I0 as THE LOL tional differences we must understand na- tional difficulties, and appreciate the social, political and economic problems each nation is facing. Differences in language certainly form a barrier to such an understanding, and the breaking down of this barrier and the promoting of good fellowship among nations, now becomes the goal of language study. Although comparatively few who study French, German or Spanish in high school will ever go to Europe, they will have learned to appreciate the difficulties which immi- grants encounter when they try to adjust themselves to new ways of living in a strange land where everyone speaks a strange tongue. The few minutes each day a student uses the foreign language in school cannot make a fluent speaker of him, but can teach him how hard it is for others to learn English, as well as giving him an insight into the manners, customs, character, traditions, history and ideals of the countries whose language he studies. The ancient languages also con- tribute their share, because not only do they furnish the foundation of our modern lan- guages, but human nature has changed very little during the centuries, and as we read we learn that most of our institutions are found- ed upon the fundamental needs and desires felt by Greeks and Romans and Teutons long ago. As we come to understand that sorrows, temptations, aspirations and ideals of all mankind have always been the same and are the same, no matter what the race or where the dwelling place, we shall be able to plan for universal peace and the t'United States of the World." An English writer has said, "A person to be really 'educated' should have been taught the importance of mathe- ff matics as an instru- ment of material con- quests and of social or- ganization, and should be able to appreciate the value and signifi- cance of an ordered system of mathematical ideas." Our Yakima junior high schools lay the broad foundation for such an education. They offer and require the study of the arith- metic of the home, business and the commun- ity, the geometry of size, form, and position, and the simple but essential facts of algebra and of numerical trigonometry. As we have said, this is a broad training, purposely so, and consequently rather "shallowg" hence the function of the senior high school must be specialization-at least to some degree. So we have the traditional year and a half of geometry-plane and solid-, a half year of intermediate algebra, and half year courses in advanced algebra and in trigonometry. X X y . Y' is ' l"1'lru-aamnrrcb OMI, 1928 .os The course in plane geometry is designed to give the pupil the knowledge of the basic theorems of geometry and an appreciation of what is meant by a "proof" and by Udeduc- tive reasoning." He is taught a conscious me- thod of problem attack and is given careful training in the formation of habits of ex- act, truthful statements and of logical or- ganization of ideas. These are habits which are of utmost importance and which carry over into life if properly taught, according to late psychological theory. The aims of the course in solid geometry, an elective, are much the sameg this course however is planned to round out the "spatial imagination" of the pupil as well as his knowledge of spatial relationships, and to develop an acquaintance with practical men- suration problems, correlating the work with arithmetic and trigonometry. Solid ge- ometry is required for entrance into many engineering schools. Pupils who expect to go to college should take intermediate algebra and perhaps ad- vanced algebra as well. Nunn says, "The ob- ject of algebra is to develop a calculus, that is, a system of symbols and rules for the manipulation of symbols, by means of which the investigation of some definite province of thought or of some external experience may be facilitated." The intermediate algebra re- views the work of elementary algebra- stressing the underlying theory, but takes up advanced work in radicals, imaginaries, qua- dratics, and graphs. Advanced algebra usually proves quite fas- cinating. Acquaintance with the formulae of permutations and combinations, of determi- nants of progressions and their application to investments etc. arouses much interest and enthusiasm. A few elementary ideas of calculus and of analytical geometry are in- troduced, and more of this work will be done in the future. The course in trigonometry aims to carry out "the project of indirect measurement by the solution of triangles, and to develop the knowledge and the skill to do it intelli- gently." The use of the slide rule, for pur- poses of checking, is taught in connection with this course. The slide rule is sometimes introduced into earlier courses as a supple- mentary topic when time permits. Whenever practicable, classes are organized for the rapid, average, and retarded groups with the purpose of giving each pupil the work which will be of most benefit to him at the time. This plan has seemed to increase the interest of the pupils as well as to de- crease the percent of failures, Throughout the curriculum a conscious ef- fort is made to make the work practical, to provide interests for leisure time, and to pro- voke a desire for further knowledge,



Page 15 text:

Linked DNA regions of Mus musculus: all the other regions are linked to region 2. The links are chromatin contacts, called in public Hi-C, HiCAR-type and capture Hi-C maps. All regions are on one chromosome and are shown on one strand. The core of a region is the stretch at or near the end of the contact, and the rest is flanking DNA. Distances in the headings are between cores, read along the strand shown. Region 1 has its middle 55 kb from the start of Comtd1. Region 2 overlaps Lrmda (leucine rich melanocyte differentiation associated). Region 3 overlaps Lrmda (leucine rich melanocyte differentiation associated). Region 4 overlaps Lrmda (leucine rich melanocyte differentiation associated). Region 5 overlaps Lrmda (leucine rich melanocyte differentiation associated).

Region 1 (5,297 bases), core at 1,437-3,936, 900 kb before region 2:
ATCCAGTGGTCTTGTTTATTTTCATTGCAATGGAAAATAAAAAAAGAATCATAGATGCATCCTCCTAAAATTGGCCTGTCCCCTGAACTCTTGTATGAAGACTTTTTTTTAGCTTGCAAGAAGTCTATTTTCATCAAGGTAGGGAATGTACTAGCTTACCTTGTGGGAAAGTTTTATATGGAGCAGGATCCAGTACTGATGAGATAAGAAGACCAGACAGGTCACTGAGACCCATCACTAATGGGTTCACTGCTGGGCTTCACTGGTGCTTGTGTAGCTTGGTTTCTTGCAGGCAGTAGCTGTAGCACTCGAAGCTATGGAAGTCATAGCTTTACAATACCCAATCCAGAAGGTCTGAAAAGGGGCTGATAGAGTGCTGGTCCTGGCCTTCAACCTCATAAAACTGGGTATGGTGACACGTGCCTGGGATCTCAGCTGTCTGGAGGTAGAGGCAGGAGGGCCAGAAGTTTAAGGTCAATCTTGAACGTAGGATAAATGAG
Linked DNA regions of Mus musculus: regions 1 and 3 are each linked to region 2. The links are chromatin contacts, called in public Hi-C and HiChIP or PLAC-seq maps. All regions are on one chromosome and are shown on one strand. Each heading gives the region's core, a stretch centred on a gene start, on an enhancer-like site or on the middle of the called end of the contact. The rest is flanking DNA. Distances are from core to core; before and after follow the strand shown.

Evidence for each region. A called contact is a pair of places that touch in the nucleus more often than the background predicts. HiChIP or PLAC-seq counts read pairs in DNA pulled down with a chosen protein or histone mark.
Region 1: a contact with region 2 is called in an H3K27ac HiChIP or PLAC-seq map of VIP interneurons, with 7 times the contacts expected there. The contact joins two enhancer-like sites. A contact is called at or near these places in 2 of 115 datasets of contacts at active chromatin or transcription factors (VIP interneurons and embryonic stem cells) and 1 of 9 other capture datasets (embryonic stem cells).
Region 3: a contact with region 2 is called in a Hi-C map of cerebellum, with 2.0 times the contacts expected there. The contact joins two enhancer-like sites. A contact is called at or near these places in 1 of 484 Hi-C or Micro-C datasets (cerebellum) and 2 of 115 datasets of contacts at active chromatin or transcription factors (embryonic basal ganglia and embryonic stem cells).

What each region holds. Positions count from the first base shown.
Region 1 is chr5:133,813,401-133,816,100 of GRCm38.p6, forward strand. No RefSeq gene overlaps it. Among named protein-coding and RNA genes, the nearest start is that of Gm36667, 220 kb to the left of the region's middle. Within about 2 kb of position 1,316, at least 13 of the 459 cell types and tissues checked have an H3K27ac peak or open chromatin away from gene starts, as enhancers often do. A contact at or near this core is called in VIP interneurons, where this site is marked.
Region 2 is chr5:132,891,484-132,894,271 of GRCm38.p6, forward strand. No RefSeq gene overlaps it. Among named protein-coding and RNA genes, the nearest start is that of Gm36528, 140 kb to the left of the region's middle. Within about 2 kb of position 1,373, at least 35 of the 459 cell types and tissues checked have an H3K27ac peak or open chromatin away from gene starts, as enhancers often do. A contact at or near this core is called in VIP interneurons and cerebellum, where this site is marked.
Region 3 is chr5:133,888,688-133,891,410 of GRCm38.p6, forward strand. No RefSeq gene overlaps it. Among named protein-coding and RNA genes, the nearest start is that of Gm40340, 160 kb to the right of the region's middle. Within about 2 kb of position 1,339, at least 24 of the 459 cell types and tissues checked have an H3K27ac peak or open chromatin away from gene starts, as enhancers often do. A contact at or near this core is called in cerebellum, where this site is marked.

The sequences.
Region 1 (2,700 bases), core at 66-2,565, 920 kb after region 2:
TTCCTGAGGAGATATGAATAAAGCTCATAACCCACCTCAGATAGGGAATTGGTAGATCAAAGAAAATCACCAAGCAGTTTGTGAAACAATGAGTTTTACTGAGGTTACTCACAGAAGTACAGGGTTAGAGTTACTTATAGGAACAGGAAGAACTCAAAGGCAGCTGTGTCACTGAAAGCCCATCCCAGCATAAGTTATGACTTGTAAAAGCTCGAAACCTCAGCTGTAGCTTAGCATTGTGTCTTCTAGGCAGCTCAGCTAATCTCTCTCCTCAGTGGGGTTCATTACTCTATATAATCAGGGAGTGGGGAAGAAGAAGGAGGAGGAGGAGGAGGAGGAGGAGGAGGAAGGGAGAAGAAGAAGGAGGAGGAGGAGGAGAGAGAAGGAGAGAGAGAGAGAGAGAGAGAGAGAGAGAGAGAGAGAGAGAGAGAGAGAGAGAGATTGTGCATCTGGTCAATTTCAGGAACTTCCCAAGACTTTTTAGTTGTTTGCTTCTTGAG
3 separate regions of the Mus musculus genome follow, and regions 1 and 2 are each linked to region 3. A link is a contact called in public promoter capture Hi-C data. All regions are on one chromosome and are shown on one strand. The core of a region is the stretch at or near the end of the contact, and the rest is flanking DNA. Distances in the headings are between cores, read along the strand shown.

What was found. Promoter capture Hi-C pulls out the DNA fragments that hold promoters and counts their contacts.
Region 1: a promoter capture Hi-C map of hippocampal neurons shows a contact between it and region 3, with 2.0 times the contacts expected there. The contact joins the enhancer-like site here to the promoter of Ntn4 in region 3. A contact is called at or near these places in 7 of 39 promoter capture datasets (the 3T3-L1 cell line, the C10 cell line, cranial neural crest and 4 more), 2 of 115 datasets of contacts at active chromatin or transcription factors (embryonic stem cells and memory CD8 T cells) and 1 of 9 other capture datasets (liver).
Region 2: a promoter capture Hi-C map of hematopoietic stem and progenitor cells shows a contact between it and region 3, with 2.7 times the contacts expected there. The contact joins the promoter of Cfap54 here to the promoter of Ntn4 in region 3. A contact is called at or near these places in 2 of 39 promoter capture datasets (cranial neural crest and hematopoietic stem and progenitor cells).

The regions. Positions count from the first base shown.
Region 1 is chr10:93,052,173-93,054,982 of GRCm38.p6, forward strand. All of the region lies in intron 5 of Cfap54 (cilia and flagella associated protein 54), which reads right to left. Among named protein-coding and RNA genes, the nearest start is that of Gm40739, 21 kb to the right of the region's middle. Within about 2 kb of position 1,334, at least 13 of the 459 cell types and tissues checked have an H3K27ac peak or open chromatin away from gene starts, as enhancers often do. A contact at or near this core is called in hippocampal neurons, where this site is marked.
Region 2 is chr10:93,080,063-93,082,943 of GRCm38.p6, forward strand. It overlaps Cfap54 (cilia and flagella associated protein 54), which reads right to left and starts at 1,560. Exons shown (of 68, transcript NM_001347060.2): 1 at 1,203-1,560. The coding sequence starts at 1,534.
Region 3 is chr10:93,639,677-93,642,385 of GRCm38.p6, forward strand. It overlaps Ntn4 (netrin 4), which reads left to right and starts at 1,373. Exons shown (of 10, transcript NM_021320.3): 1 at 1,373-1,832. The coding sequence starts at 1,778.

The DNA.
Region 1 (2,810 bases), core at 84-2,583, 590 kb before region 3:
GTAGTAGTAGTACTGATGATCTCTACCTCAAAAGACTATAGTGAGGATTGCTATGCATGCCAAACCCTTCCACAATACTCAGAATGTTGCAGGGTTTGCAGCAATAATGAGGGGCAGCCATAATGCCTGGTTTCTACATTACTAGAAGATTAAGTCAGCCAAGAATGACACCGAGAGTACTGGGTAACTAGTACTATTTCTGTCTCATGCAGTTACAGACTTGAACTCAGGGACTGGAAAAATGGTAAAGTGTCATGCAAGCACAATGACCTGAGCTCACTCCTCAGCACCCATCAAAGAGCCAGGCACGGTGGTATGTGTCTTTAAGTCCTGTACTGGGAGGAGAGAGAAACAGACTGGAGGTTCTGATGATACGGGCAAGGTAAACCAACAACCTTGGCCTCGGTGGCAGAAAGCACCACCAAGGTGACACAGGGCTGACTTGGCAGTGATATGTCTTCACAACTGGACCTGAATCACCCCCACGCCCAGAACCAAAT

12 oe' THE LOLOMI, 1928 96 them are listed, home-making, which is probably the most important, teaching, in- stitutional management, such as hotel, dor- mitory, cafeteria, or tea-room managing, dietetics in hospitals, designing, dressmaking, millinery and interior decorating. The value of the course has been included in the aims and objectives discussed at the beginning, but in addition to the value re- ceived one finds it an extremely interesting and broadening course. One is constantly making or doing some actual thing from preparing foods that can be eaten and mak- ing garments that can be worn to planning a house and furniture arrangement that can be carried out in the home. Upon a satisfactory completion of the Home Eco- nomics Course one may be well equipped with an abundance of practical knowledge. Physical education in the popular mind, is concerned with the de- velopment of muscles, the correction of de- formity, and the attain- ment of motor skills, strength, and endur- ance. Modern physical education in America is rapidly getting away from this type, long ago introduced here by foreign refugees and propagandists. The modern tendency is seeking to determine the functions of physical education in a democ- racy and is striving constantly to be scientific and rational. Students are being initiated into a program that has meaning for the par- ticipants and offers an opportunity to de- velop a love for and a skill in mtor practices that may be continued throughout life. This tendency in physical education is leading us toward consideration of values in addition to the physical ones. Hence the program of activities is rapidly being altered and includes instruction in health habits, inspection for physical defects, free natural exercises, rhythmics, sports, games and relay races in place of the "formal gymnastics" which has occupied a prominent place in our schools until the last few years. The specific objectives for the modern course of physical education are: 1. To promote physical activities for the benefit of all students rather than for the limited few. 2. To correct physical defects and to im- prove posture. 3. To offer activities necessary for the de- velopment of normal, robust, organically sound bodies. 4. To teach wise use of leisure time outside of school by instilling an appreciation of outdoor activities. 5. To offer suggestion for the conservation and improvement of health. SW, r v v RTHLET lCb 6. To establish habits and principles of liv- ing, and to create a desire for wholesome activities which throughout school life and later years will assure that abundant vigor and vitality which provide the basis for the greatest possible happiness and service in personal, family, and commun- ity life. -Q? ' The building of a na- g L' tion should be and is the ' ' sole aim of every worth- while educational insti- tution. Our American - schools can hope to suc- ceed in proportion to their ability to hold in balance the economic situation surrounding us as a people. Of all the factors required in the building of a na- tion, the human one is by far the most im- portant. Nations have grown rich in the midst of rather poor geological surroundings by virtue of the fact that they have made good use of the human materials. Others have become poor because they permitted human talent to go to waste. We group the leading forms of wasted hu- man talent as follows for simple analysis and consideration, viz: The imperfectly em- ployed, the improperly employed, the volun- tarily idle and the involuntarily idle. By a proper and careful analysis and study of the causes and effects of wasted human talent, you will find the basis for an adequate and efficient system of industrial education in our Yakima schools. Proper industrial edu- cation is not an easy task for the dullard. It is a solid and difficult problem for the bright and intelligent boy. It may be true, however, that the dullard may find greater interest and consequently derive more bene- fits in the industrial department than in others elsewhere about the schools. The study of industries and the conditions under which laborers work furnish invaluable in- formational background for any student, whatever may be his course of study, or whatever may be his occupation in after life. He will be better able to see the light by which others work. The department sets up and maintains a high standard of in- dustrial ethics which brings to the attention of every student his personal duty and abli- gation to industry and capital if he wishes to advance. The Yakima high school maintains a de- partment of industrial education for the pur- pose of giving students contact and experi- ences with some of the mechanical processes of industry, and for the giving of such in- struction as seems fitting and necessary for the preparation of our boys to become intelli- gent workers in the trades and industries. Vocations are analyzed and appraised. In- ,,1-' ,, . .an 1 ff V 5 ' rf 1 N ? Y 11:54 INDLJ STQIRLI KQT5